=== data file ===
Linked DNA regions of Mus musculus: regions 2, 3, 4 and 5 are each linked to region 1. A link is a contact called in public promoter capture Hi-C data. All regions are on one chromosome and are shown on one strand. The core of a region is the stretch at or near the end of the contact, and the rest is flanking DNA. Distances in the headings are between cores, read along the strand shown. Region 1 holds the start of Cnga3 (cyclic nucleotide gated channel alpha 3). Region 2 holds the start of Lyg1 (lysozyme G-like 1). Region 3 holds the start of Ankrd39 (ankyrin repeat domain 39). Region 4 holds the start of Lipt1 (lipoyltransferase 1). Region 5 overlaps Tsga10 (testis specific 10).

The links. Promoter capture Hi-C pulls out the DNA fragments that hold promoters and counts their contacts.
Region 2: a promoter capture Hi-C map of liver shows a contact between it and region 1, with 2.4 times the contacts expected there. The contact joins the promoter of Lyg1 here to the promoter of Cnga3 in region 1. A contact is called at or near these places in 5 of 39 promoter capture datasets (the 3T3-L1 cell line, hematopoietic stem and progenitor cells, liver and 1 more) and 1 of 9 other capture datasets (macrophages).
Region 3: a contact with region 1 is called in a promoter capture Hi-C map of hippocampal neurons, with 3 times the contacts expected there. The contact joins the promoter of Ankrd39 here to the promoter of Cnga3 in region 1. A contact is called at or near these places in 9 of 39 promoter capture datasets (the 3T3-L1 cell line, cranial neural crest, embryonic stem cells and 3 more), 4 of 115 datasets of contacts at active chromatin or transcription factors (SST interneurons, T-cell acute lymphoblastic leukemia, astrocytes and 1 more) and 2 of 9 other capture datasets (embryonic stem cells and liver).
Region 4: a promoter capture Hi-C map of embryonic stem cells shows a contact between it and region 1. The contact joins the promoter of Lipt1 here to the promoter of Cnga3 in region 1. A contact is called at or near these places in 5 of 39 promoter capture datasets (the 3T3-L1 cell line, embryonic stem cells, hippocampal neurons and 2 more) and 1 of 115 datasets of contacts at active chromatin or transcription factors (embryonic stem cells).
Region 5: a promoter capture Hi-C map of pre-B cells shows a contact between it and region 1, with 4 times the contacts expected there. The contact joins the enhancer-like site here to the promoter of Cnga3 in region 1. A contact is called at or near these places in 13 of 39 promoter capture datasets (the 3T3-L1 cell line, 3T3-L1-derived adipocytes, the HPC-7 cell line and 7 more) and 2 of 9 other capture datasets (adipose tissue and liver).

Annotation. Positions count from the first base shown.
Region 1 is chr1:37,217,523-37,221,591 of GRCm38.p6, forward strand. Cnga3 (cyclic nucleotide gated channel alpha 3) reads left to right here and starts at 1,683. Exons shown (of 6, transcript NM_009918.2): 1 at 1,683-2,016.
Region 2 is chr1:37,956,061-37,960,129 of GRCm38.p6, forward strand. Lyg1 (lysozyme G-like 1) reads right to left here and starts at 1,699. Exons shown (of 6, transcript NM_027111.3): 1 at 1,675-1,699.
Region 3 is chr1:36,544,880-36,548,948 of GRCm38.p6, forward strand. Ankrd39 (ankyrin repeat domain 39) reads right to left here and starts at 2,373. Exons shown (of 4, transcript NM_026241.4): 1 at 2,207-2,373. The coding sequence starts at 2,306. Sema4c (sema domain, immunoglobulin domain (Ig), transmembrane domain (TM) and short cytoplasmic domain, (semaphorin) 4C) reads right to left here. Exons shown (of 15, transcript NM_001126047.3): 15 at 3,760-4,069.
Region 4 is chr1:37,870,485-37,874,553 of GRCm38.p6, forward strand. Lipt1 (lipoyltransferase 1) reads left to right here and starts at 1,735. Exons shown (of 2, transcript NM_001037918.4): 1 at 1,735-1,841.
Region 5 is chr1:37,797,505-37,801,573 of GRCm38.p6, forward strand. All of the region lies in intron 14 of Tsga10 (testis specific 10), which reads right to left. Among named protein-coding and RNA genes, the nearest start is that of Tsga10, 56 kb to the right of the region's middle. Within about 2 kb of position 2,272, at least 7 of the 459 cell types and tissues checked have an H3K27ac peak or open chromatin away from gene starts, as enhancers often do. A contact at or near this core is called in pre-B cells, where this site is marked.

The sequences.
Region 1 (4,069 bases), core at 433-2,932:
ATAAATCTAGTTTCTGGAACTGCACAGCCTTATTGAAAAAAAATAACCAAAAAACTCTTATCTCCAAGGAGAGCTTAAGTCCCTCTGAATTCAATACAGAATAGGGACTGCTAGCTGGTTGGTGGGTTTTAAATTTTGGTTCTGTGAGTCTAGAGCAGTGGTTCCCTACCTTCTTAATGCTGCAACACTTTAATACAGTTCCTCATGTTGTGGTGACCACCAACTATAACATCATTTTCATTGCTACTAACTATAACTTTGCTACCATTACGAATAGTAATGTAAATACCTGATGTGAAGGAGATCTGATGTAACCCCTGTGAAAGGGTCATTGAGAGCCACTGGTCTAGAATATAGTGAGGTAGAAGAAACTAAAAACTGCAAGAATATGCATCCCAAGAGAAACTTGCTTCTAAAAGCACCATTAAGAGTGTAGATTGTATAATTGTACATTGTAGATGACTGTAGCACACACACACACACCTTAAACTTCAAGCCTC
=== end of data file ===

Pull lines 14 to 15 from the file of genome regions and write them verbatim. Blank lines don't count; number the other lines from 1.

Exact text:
Region 1 (4,069 bases), core at 433-2,932:
ATAAATCTAGTTTCTGGAACTGCACAGCCTTATTGAAAAAAAATAACCAAAAAACTCTTATCTCCAAGGAGAGCTTAAGTCCCTCTGAATTCAATACAGAATAGGGACTGCTAGCTGGTTGGTGGGTTTTAAATTTTGGTTCTGTGAGTCTAGAGCAGTGGTTCCCTACCTTCTTAATGCTGCAACACTTTAATACAGTTCCTCATGTTGTGGTGACCACCAACTATAACATCATTTTCATTGCTACTAACTATAACTTTGCTACCATTACGAATAGTAATGTAAATACCTGATGTGAAGGAGATCTGATGTAACCCCTGTGAAAGGGTCATTGAGAGCCACTGGTCTAGAATATAGTGAGGTAGAAGAAACTAAAAACTGCAAGAATATGCATCCCAAGAGAAACTTGCTTCTAAAAGCACCATTAAGAGTGTAGATTGTATAATTGTACATTGTAGATGACTGTAGCACACACACACACACCTTAAACTTCAAGCCTC